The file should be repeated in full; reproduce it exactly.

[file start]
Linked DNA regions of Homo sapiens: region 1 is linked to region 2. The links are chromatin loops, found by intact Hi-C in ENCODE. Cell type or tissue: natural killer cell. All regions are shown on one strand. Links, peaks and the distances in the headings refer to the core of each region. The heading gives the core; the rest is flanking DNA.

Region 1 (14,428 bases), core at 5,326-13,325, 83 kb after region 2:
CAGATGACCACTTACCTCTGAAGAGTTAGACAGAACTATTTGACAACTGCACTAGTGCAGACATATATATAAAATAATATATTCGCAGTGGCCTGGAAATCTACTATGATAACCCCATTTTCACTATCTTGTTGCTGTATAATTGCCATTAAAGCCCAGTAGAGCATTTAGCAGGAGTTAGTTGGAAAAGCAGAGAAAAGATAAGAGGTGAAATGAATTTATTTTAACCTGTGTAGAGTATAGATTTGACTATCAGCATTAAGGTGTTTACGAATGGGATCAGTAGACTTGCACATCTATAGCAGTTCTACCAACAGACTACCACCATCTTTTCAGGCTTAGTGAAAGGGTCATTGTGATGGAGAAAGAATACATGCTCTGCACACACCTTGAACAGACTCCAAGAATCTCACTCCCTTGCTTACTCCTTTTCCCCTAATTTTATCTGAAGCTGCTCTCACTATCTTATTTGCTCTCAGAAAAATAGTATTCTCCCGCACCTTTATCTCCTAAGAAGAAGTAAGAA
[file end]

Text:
Linked DNA regions of Homo sapiens: region 1 is linked to region 2. The links are chromatin loops, found by intact Hi-C in ENCODE. Cell type or tissue: natural killer cell. All regions are shown on one strand. Links, peaks and the distances in the headings refer to the core of each region. The heading gives the core; the rest is flanking DNA.

Region 1 (14,428 bases), core at 5,326-13,325, 83 kb after region 2:
CAGATGACCACTTACCTCTGAAGAGTTAGACAGAACTATTTGACAACTGCACTAGTGCAGACATATATATAAAATAATATATTCGCAGTGGCCTGGAAATCTACTATGATAACCCCATTTTCACTATCTTGTTGCTGTATAATTGCCATTAAAGCCCAGTAGAGCATTTAGCAGGAGTTAGTTGGAAAAGCAGAGAAAAGATAAGAGGTGAAATGAATTTATTTTAACCTGTGTAGAGTATAGATTTGACTATCAGCATTAAGGTGTTTACGAATGGGATCAGTAGACTTGCACATCTATAGCAGTTCTACCAACAGACTACCACCATCTTTTCAGGCTTAGTGAAAGGGTCATTGTGATGGAGAAAGAATACATGCTCTGCACACACCTTGAACAGACTCCAAGAATCTCACTCCCTTGCTTACTCCTTTTCCCCTAATTTTATCTGAAGCTGCTCTCACTATCTTATTTGCTCTCAGAAAAATAGTATTCTCCCGCACCTTTATCTCCTAAGAAGAAGTAAGAA